Shad Kvetko's house looks a fright. And, frankly, the 21-year-old wouldn't have it any other way. Kvetko has spent more than half of his life collecting ghoulish artifacts that have allowed him to turn his west Phoenix bachelor pad into something resembling a year-round spook house. He may not have skeletons in the closet, but he's got a skull on the coffee table.

"Make that 'coffin table,'" jokes Kvetko, indicating the roughhewed casket located in front of a vintage, red-velvet settee. On top of the casket sits a human skull with a cigarette wedged between its teeth.

An antique dealer who occasionally moonlights as an exterminator (an irony not lost on anyone who has ever visited his morbid lair), the stocky Kvetko lives in a house that looks like a cross between a turn-of-the-century funeral parlor and a prop warehouse for the next Addams Family epic. Imagine a 1950s tract-home version of the House of Usher and you begin to get the picture. The only thing missing--at least so far--is Vincent Price.

Almost certainly the largest array of funeral-oriented artifacts in the city, if not the entire state, Kvetko's vast collection of funeraria (as collectors of this ilk call their troves) now includes hundreds of pieces. The macabre memorabilia ranges from hands-on mortuary tools of the past to tasteless premiums once handed out by funeral-industry salesmen, like the coffee mug from an Indiana funeral home emblazoned with the phrase "The Last Word in Fine Service."

"I'm just trying to put the 'fun' back into 'funeral,'" says Kvetko as he guides a visitor into his tomblike living room, a creepy chamber whose main source of illumination is a lighted clock from the Eisenhower era advertising a national tombstone franchise.

Against one wall stands a vintage porcelain embalming table that now holds Kvetko's videotape collection and once, friends report, even served as his bed.

Against the west wall, on a funeral gurney, is another casket, this one an elaborate "display" model with a picture window enabling viewers to see the head of the dear departed. Resting within, on a bed of rotting satin, is a 110-year-old skeleton that Kvetko has dubbed "Slim"--in a prior lifetime, it served as a visual aid in a medical school.

In the corner, near an antique sign announcing "Funeral Parking," is a 1950s kiddy car, piloted by a child-size Mexican Day of the Dead sculpture.

Other grimorabilia scattered around the house include a leather case containing scary-looking embalming tools; a velour-covered baby coffin; yellowing memorial photos of various corpses lying in state; a backless, strap-on burial suit for a small boy; and a makeup kit featuring "Veino," a patented "Beautifying and Massage Cream" for cadavers.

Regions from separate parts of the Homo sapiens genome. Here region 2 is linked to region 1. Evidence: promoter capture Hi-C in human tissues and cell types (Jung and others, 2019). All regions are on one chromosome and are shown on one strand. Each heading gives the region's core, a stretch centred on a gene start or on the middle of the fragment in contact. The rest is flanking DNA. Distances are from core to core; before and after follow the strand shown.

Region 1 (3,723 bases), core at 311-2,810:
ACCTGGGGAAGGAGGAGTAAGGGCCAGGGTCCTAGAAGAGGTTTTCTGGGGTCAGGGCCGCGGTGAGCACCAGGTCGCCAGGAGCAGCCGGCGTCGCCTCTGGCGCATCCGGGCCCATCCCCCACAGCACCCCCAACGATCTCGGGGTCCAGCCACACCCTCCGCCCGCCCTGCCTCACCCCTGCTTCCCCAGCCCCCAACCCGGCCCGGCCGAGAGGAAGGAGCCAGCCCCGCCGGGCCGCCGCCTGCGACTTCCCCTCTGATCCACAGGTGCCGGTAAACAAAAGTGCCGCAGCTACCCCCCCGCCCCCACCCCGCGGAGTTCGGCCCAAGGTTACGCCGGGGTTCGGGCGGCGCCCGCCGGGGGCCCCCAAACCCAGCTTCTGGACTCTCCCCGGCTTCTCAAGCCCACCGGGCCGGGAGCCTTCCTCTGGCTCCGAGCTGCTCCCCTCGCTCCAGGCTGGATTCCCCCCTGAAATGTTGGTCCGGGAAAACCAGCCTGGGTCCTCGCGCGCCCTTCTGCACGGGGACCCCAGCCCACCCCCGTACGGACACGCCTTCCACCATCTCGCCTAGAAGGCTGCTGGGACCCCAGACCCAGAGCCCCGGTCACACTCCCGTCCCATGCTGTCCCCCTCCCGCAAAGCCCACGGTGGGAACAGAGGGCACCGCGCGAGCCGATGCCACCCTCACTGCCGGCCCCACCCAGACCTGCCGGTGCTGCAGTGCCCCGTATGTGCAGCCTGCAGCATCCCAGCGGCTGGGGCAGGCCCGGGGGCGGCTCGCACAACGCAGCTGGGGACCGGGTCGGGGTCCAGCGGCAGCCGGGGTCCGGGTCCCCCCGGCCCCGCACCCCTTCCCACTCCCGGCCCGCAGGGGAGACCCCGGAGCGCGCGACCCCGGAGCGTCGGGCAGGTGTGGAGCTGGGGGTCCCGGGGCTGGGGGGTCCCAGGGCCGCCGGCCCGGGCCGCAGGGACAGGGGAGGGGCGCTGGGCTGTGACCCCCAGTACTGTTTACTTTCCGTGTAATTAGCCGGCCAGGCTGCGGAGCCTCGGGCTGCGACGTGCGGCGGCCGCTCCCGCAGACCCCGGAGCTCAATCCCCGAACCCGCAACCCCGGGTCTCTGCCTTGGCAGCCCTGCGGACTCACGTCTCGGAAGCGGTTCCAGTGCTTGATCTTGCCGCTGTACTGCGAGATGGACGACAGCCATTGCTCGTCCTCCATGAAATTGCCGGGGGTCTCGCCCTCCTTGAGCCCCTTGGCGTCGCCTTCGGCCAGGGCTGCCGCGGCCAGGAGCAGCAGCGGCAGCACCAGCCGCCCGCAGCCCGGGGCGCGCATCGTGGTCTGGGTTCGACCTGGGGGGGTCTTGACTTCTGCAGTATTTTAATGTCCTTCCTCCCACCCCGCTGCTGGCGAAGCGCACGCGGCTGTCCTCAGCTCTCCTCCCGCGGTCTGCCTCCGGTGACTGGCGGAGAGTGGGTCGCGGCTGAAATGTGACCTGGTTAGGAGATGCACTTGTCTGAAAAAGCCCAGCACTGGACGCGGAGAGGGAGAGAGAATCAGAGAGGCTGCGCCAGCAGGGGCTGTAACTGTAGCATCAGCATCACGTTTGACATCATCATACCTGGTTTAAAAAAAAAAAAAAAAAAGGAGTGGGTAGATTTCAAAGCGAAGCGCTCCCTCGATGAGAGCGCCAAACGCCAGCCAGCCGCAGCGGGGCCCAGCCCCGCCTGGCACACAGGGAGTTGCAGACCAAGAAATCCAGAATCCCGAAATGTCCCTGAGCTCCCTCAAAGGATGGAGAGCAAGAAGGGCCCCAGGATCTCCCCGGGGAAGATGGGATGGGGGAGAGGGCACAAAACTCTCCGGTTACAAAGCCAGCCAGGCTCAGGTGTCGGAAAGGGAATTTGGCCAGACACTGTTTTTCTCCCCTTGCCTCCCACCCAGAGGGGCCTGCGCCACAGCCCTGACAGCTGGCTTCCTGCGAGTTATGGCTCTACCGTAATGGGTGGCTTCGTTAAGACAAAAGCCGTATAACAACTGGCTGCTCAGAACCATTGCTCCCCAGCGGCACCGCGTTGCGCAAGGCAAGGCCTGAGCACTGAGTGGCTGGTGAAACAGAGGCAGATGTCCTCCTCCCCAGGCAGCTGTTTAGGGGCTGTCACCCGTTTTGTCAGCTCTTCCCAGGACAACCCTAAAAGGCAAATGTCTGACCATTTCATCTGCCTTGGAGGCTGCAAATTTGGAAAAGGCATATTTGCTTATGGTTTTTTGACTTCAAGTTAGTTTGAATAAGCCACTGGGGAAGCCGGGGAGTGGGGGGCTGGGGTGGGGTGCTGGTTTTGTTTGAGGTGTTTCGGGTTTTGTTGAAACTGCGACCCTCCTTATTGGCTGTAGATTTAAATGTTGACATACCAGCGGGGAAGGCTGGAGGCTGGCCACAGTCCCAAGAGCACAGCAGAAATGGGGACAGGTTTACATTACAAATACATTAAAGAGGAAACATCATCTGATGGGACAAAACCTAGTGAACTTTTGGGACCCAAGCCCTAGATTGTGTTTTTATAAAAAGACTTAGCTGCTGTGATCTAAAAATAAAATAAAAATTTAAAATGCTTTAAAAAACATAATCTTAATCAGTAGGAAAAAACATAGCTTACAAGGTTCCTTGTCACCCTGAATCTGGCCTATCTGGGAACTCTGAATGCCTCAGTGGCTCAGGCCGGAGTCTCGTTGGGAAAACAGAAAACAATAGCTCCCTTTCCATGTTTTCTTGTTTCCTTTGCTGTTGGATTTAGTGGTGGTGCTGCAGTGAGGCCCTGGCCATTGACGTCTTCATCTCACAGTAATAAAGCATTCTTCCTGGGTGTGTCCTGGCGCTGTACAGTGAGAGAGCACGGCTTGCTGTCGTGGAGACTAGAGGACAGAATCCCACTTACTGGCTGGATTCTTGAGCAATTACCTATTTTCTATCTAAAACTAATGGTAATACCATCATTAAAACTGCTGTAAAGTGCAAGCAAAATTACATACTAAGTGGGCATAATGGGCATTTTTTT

@body:"Some people misunderstand what I'm doing, and think I'm being disrespectful toward the dead," says Kvetko, who insists that in spite of his collection, he has no interest in becoming a mortician. "They think what I'm doing is morbid, and, in a way, I guess, it is. But there's certainly no disrespect intended. I can assure you that I'm not into serial killers, grave robbing or necrophilia." Still, that doesn't begin to explain why Kvetko has chosen to decorate his entire home in a style that can only be described as Early Undertaker. Or why he chooses to wear a necklace made of human bone--he purchased it at Necromance, a Los Angeles shop specializing in such jewelry. What on Earth--or, to be more exact, under it--is behind this man's fatal attraction to old funeral paraphernalia? Flashing a perplexed grin, Kvetko ponders the much-asked question that may well plague him to his dying day.

"That's a tough one," admits the man who once tooled around town in a 1960 hearse. "I guess one of the things that first attracted me and still attracts me to collecting this sort of thing is the great mystery involved with death. It's one of the few things that we're never going to fully understand. And, of course, I've grown up around collectors, and so that influence just manifested itself in that aspect of my life. It's a hard thing for me to articulate."
@body:Kvetko, however, is considerably more articulate talking about what he collects than about his reason for collecting. And he hopes one day to open his home as an appointment-only museum, if for no other reason than to contrast funeral practices of the past (such as the omnipresent "memorial photos" of the deceased) with the attitudes of today. Disregarding the odd mom-and-pop exhibition in the back of a small-town undertaking parlor, only one such museum is believed to exist in America. Funded by a company that operates a chain of funeral homes and cemeteries around the country, the American Funeral Home Museum in Houston, Texas, recently celebrated its first anniversary. Described by a spokeswoman as a long-overdue tribute to "a proud profession," the 20,000-foot exhibit has reportedly drawn "thousands" of visitors, ranging from school groups to vintage-car buffs eager to drool over old hearses.

Located on the property of a mortuary college, the museum claims to have the largest collection of funeral-service artifacts and memorabilia in the country, dating back to the 1800s. In addition to funeral relics, the museum features three nonstop video loops, including one that stresses "the value of the modern funeral."

It's a safe bet that Kvetko's collection, while smaller, is considerably more graphic, with its heavy emphasis on what today would be considered gruesome. "People today don't realize how much funeral customs have changed over the last 100 years," says Kvetko. He points toward a not-readily-identifiable rusted platform with folding legs that, at first glance, might be mistaken for an early prototype of a Rube Goldberg-style collapsible ironing board. Kvetko reveals that the mystery object is actually a portable embalming table, an invention used from the turn of the century through the 1920s.